* Q2 profit ex-items 62 cents shr vs Wall Street view 54
* Q2 revenue $15.06 bln vs Wall Street view $14.87 bln
* IPO to comprise up to 20 pct stake in animal health unit
* Cost cuts, far improved profit margins bolster results
* Shares rise 1.3 percent
By Ransdell Pierson
July 31 Pfizer Inc reported
higher-than-expected quarterly earnings on Tuesday, due largely
to lower spending on research and marketing, and said it may
fully divest its animal health unit following an initial public
offering of up to 20 percent of the business.
Atlantic Equities analyst Richard Purkiss said Pfizer's
operating profit margins improved four percentage points beyond
expectations in the second quarter, helped by cost cuts related
to its $67 billion acquisition in October 2009 of U.S. rival
"That means management is doing a good job in integrating
Wyeth and restructuring the pharmaceuticals business," said
Purkiss. Pfizer's experimental drugs, which include a promising
treatment for rheumatoid arthritis now awaiting U.S. approval,
are another reason to hold Pfizer shares, he said.
Wall Street is focusing most intently on Pfizer's
experimental treatment for Alzheimer's disease, bapineuzumab,
deemed to have blockbuster sales potential if it can slow
progression of the memory-robbing disease.
Earlier this month, Pfizer said the drug had failed to help
cognition in one of two large North American trials, but the
company and partner Johnson & Johnson are hoping for
better results in another late-stage North American study, the
results of which could be announced before September 11.
Pfizer, whose shares were up 2.1 percent in mid-morning
trading, said it earned $3.25 billion, or 43 cents per share, in
the quarter, compared with $2.61 billion, or 33 cents per share,
a year earlier. Excluding special items, profit was 62 cents per
share, compared with analysts' average forecast of 54 cents,
according to Thomson Reuters I/B/E/S.
The largest U.S. drugmaker said in June that it planned to
separate its animal health unit into a standalone company,
allowing Pfizer to focus on its core pharmaceuticals business.
On Tuesday it said it plans by mid-August to ask regulators to
approve an initial public offering of up to a 20 percent stake
in the new animal health business, to be called Zoetis.
Pfizer's animal health unit, with $4.2 billion in revenue
last year, has more than 9,000 employees and sells medicines,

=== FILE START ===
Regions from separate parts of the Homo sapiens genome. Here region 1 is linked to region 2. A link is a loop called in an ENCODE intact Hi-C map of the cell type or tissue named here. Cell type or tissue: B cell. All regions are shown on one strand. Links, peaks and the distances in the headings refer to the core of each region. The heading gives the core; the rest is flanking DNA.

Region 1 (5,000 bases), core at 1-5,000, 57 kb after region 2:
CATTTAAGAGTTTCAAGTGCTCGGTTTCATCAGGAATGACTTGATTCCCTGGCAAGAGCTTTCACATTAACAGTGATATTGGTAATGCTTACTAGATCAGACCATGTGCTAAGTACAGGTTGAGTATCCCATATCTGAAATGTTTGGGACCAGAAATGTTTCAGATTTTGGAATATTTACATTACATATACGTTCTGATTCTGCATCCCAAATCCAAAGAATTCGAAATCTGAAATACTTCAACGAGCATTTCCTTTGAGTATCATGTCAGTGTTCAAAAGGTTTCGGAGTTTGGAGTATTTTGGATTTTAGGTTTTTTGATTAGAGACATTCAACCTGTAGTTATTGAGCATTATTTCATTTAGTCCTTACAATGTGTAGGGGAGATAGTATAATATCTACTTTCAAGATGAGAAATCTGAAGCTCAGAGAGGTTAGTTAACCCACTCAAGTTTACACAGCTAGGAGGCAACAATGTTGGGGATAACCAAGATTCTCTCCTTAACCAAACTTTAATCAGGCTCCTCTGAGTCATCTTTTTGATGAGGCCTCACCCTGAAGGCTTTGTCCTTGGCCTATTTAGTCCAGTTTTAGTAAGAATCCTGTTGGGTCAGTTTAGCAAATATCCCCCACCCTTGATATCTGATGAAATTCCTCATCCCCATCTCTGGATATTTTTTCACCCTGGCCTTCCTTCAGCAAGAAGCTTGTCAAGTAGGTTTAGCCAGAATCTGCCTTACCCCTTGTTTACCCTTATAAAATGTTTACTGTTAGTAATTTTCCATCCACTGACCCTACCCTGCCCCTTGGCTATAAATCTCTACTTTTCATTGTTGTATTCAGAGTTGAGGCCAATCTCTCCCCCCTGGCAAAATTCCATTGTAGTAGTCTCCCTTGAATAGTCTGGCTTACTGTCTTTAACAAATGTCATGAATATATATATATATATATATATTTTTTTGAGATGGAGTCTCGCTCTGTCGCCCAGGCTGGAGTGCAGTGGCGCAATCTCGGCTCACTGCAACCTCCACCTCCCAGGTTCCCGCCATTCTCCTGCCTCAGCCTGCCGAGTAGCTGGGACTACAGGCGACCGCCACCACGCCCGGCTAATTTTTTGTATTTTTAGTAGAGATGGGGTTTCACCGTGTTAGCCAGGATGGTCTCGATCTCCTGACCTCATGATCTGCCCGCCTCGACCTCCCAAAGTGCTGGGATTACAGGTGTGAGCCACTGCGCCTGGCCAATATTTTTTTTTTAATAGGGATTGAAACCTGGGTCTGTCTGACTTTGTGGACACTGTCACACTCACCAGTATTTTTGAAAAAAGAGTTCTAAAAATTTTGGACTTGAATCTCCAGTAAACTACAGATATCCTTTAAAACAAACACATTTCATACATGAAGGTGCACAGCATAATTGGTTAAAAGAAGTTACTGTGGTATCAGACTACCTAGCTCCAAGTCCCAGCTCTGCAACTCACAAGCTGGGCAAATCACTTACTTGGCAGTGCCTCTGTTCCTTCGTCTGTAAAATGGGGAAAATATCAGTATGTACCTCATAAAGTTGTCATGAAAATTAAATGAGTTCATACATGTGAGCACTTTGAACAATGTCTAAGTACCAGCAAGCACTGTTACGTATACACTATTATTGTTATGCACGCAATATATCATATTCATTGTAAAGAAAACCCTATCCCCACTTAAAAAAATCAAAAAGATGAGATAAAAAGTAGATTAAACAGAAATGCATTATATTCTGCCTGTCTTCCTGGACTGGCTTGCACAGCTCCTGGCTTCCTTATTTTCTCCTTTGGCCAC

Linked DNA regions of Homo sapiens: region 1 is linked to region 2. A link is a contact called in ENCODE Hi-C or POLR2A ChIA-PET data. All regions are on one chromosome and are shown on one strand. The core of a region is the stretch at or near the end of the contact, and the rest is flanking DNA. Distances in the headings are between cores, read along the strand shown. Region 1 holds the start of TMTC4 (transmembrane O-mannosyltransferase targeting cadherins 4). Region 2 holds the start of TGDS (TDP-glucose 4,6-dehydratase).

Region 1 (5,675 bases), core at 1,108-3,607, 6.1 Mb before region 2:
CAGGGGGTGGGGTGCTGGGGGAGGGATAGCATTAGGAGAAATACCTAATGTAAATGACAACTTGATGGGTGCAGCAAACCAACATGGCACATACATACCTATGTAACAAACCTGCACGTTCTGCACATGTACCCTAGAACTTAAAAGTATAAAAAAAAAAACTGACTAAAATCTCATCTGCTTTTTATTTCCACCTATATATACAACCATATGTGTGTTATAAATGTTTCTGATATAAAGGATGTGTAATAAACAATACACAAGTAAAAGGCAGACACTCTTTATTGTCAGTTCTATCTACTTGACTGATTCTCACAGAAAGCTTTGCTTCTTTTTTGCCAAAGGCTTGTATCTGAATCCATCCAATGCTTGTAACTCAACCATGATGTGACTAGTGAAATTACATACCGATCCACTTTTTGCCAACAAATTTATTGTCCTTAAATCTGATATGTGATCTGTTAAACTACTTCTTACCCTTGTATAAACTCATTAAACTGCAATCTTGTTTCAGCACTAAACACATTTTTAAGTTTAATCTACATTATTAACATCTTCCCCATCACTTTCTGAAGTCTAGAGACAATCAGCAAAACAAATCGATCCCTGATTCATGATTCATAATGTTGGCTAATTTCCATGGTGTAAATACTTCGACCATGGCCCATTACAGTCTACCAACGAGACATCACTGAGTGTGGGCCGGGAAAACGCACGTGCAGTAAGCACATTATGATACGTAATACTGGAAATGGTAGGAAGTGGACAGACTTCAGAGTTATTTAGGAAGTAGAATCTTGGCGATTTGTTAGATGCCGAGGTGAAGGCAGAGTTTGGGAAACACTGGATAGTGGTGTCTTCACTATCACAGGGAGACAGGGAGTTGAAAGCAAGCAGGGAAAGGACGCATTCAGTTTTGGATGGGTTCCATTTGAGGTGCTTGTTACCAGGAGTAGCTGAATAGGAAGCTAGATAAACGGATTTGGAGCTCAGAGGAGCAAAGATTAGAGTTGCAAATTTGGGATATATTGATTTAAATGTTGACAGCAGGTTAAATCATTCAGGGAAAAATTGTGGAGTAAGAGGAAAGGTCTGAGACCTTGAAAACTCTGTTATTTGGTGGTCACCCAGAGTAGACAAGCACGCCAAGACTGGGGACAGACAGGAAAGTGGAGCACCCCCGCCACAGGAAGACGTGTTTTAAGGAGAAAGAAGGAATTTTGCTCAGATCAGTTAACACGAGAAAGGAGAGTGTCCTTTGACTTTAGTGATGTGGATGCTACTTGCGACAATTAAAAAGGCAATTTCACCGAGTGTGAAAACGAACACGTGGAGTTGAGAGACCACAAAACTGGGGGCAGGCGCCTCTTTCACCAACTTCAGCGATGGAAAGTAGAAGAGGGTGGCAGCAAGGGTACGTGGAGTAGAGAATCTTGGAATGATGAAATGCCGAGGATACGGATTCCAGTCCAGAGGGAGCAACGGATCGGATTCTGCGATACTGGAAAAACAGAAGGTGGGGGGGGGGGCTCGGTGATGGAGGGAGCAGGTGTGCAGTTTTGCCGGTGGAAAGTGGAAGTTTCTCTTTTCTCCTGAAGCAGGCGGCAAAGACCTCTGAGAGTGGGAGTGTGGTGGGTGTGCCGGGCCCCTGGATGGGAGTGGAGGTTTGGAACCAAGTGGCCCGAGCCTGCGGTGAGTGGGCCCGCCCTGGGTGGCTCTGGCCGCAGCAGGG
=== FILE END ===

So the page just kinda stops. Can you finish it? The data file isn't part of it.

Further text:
vaccines and other products for livestock and pets.
"If the IPO is successfully completed, which we are
targeting for the first half of 2013, we will have a variety of
options to achieve a full separation of Zoetis," Pfizer Chief
Executive Ian Read said in a statement.
Pfizer shares have risen 25 percent in the past year, in
large part because of the company's plan to divest its infant
formula business and animal health unit and return much of the
proceeds to shareholders through share buybacks and dividends.
In April, the company agreed to sell its baby formula
business to Nestle SA for $11.85 billion in cash, with
the deal to be completed in the first half of 2013. The business
was treated in the second quarter as a discontinued operation.
Pfizer's global revenue fell 9 percent to $15.06 billion,
hurt by generic competition against cholesterol fighter Lipitor,
but it topped Wall Street expectations of $14.87 billion.
Sales would have fallen 6 percent if not for the stronger
dollar, which lowers the value of sales in overseas markets.
Most other big U.S. drugmakers were hurt by foreign exchange
factors in the quarter, including Johnson & Johnson, which cut
its 2012 profit view as a consequence.
But Pfizer stuck to its 2012 earnings forecast of $2.14 to
$2.24 per share, excluding special items, a decline of no more
than 7 percent from a year earlier despite plunging demand for
Lipitor. That is largely because of huge cost cuts, especially
to Pfizer's research budget.
"The company maintained all 2012 guidance despite the forex
headwinds, which suggests underlying confidence in demand and
ability to manage expenses," ISI Group analyst Mark Schoenebaum
said in a research note.
Sales of Lipitor, which lost patent protection in November,
fell 53 percent to $1.22 billion in the quarter.
Sales of nerve pain treatment Lyrica jumped 14 percent to
$1.04 billion, while sales of rheumatoid arthritis drug Enbrel
rose 8 percent to $988 million, helping cushion the Lipitor
Pfizer shares rose to $24.21 on the New York Stock Exchange,
amid a moderate decline for the drug sector.